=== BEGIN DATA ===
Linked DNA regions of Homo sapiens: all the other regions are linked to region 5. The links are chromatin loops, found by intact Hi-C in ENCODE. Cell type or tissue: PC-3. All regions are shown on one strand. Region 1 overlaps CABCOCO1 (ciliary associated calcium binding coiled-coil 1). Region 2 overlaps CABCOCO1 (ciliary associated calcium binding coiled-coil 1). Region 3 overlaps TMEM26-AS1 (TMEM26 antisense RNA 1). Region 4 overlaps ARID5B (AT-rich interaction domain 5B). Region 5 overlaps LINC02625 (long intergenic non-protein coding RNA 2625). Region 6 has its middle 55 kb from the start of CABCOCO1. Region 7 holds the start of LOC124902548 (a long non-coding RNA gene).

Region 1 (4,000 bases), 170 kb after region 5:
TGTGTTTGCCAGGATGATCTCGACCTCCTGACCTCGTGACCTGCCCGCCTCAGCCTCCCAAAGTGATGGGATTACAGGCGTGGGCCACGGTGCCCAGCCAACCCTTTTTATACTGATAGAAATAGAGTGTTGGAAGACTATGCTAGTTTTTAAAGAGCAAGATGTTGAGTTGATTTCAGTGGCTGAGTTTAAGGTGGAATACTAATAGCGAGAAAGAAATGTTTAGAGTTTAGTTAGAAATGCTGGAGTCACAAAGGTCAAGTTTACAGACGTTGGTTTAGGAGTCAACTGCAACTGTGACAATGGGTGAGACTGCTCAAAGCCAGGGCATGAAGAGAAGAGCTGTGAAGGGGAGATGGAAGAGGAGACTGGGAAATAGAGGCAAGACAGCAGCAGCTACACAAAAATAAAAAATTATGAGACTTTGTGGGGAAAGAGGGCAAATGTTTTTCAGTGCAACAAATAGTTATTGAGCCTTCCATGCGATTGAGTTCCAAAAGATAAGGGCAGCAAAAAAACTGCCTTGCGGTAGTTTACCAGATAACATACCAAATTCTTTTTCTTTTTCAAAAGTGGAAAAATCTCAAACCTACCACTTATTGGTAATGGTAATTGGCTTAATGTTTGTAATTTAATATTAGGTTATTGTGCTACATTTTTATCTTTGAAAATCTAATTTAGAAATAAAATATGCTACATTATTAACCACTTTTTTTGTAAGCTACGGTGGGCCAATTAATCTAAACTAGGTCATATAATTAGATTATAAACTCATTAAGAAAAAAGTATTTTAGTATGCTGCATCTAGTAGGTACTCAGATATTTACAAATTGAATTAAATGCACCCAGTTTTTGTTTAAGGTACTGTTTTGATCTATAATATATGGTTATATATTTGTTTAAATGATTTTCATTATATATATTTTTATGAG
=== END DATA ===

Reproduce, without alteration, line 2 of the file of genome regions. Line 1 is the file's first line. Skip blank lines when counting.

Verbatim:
Region 1 (4,000 bases), 170 kb after region 5: